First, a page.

What you will learn in the section: What is a Macro? and how to record a simple Macro.

Brief introduction of Macro
Macro is a very powerful productivity tool. A macro provides sequence of instructions or set of tasks combined so to run or replay an entire sequence or a set with a single command. A Macro can be created, for example, to print or format a sales report. When a Macro is developed, one click will allow you to execute the Macro to perform the time-consuming procedure automatically.

VBA is the language that is used to create a Macro. In Excel, the Record Macro feature on the Developer toolbar is a helpful feature. Without knowing VBA language you can create simple and useful Macros. For complex programming you have to have an understanding of VBA language. In summary, this is one of the most powerful tools in MS Excel.

What can we do with Macro’s?
Macros can be used for anything and everything that is repetitive. For example, if you are preparing the same kinds of reports on a daily basis, Macros provides the ability to prepare the reports with just  the click of your mouse.

How to record a simple Macro?

Step 1 – Open Excel workbook, select worksheet 1 and go to Developer tab.


Step 2 – Click on Record Macro. The window below will open.


Macro name – You can replace the name of the Macro to be recorded to fit your needs. Macro1, Macro2, etc. is the default name.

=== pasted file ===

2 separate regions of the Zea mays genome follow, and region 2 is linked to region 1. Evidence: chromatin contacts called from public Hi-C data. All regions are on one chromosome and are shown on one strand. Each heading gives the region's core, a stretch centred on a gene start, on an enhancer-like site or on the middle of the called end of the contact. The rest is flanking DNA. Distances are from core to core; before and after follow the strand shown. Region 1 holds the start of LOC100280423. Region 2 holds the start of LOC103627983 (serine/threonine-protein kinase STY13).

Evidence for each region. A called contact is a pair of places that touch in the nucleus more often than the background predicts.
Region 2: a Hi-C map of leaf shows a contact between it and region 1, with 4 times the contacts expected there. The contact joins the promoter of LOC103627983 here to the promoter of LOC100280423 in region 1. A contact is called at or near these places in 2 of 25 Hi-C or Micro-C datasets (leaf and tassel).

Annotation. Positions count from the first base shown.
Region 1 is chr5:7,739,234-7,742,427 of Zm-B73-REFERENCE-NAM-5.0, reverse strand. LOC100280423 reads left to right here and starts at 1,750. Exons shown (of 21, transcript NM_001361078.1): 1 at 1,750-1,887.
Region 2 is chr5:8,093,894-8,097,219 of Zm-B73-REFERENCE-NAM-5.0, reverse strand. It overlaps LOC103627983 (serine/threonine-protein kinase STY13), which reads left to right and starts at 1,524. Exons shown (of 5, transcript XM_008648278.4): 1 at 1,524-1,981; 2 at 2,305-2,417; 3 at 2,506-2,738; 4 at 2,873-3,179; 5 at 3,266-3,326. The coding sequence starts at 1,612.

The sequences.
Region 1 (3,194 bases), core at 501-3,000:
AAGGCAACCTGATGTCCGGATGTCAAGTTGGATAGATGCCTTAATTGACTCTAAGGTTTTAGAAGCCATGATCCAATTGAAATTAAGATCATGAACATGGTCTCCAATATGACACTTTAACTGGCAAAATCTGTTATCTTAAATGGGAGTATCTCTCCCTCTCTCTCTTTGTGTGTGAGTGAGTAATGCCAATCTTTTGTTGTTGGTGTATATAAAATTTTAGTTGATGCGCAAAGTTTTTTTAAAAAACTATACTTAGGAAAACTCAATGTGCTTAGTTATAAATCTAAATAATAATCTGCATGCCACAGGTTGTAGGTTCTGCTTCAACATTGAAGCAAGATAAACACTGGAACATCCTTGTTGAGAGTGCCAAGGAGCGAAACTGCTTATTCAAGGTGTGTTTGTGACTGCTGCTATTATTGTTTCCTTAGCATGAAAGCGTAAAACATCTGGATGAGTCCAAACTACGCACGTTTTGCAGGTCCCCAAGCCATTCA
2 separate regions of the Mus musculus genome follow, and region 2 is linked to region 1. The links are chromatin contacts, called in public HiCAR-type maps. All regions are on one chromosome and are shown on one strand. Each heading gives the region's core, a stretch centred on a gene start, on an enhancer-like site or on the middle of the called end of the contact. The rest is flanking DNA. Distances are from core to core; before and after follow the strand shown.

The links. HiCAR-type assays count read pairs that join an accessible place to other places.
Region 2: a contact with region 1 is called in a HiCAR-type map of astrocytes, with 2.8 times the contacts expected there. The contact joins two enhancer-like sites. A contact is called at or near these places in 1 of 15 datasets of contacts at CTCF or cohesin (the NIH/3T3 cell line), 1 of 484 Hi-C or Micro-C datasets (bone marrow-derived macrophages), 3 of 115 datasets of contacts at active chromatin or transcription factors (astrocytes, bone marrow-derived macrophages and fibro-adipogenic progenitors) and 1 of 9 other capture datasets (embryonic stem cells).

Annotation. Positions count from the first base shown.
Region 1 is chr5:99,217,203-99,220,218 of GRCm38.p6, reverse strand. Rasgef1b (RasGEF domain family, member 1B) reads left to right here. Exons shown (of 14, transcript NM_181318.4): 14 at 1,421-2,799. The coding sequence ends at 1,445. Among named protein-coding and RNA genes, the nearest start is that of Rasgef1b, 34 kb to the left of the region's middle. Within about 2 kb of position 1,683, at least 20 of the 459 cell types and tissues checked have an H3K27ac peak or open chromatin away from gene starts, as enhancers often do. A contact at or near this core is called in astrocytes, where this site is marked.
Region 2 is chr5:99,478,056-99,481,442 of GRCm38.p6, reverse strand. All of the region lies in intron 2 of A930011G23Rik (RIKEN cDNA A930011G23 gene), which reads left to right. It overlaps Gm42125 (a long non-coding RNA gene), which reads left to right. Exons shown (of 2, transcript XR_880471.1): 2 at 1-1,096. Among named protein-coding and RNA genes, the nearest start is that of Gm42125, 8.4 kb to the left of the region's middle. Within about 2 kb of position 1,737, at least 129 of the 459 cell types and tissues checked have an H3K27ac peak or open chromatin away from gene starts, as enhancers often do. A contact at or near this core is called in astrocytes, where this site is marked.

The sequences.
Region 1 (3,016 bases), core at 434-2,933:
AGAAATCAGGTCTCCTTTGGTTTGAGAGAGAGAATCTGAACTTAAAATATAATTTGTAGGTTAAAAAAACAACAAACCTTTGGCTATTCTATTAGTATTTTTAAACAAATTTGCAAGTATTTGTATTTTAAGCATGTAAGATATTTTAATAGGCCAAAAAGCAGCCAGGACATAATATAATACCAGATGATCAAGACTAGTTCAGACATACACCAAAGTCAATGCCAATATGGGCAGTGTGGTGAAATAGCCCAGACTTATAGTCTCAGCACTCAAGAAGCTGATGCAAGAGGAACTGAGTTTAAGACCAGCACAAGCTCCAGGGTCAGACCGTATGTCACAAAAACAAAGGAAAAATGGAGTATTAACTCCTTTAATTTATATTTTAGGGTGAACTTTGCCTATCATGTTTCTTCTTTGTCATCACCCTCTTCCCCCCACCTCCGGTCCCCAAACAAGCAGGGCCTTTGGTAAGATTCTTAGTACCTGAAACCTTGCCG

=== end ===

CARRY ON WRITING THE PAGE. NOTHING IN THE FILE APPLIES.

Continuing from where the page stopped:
Shortcut Key – You can assign the macro to a shortcut key; for example, if you type A in the box, you can execute or run the macro by pressing Ctrl+A.
Store macro in – This is the name of the workbook where you want to keep the macro, e.g. This workbook, New workbook, etc.
Description – You can define the macro so it shows what will happen when the user runs the macro.

Click OK to record the macro.

Step 3 – write at Range A1 = Workbook, B1 = Worksheets, C1 = Range, then select worksheet select and select Range A1:D1.

Now click on Stop Recording


Step 4 – You have created a macro by the name of Macro1. To run this macro, click on Macros or press the shortcut key if you have assigned one.


Step 5 – Select the Macro you have created and click on Run. This macro will do the same task you did manually in worksheet one and worksheet two. In simple words, this recorder tool has recorded the steps you performed in the Excel workbook, and when you click on the Run button it will do the same thing.


Below is the code of the recorded macro. This is just example of basic steps for how to record a macro. Using the same process, you can record anything you do in Excel and get the valuable code.


Now you understand the basics of Excel Macro’s. For the next step, see the page on VBA, the programming language for Excel Macro’s.

Step 1 – Open Excel workbook file.
Step 2 – Select “Tools” on the main toolbar.
Step 3 – Select “Macro”
Step 4 – Select “Security”.


Step 5 – On the Security Level tab, select the “Low” option, then click OK.
Excel will inform you this is not recommended and potentially dangerous, however your virus program should be adequate to stop any Excel viruses(Excel virus are relatively rare these days).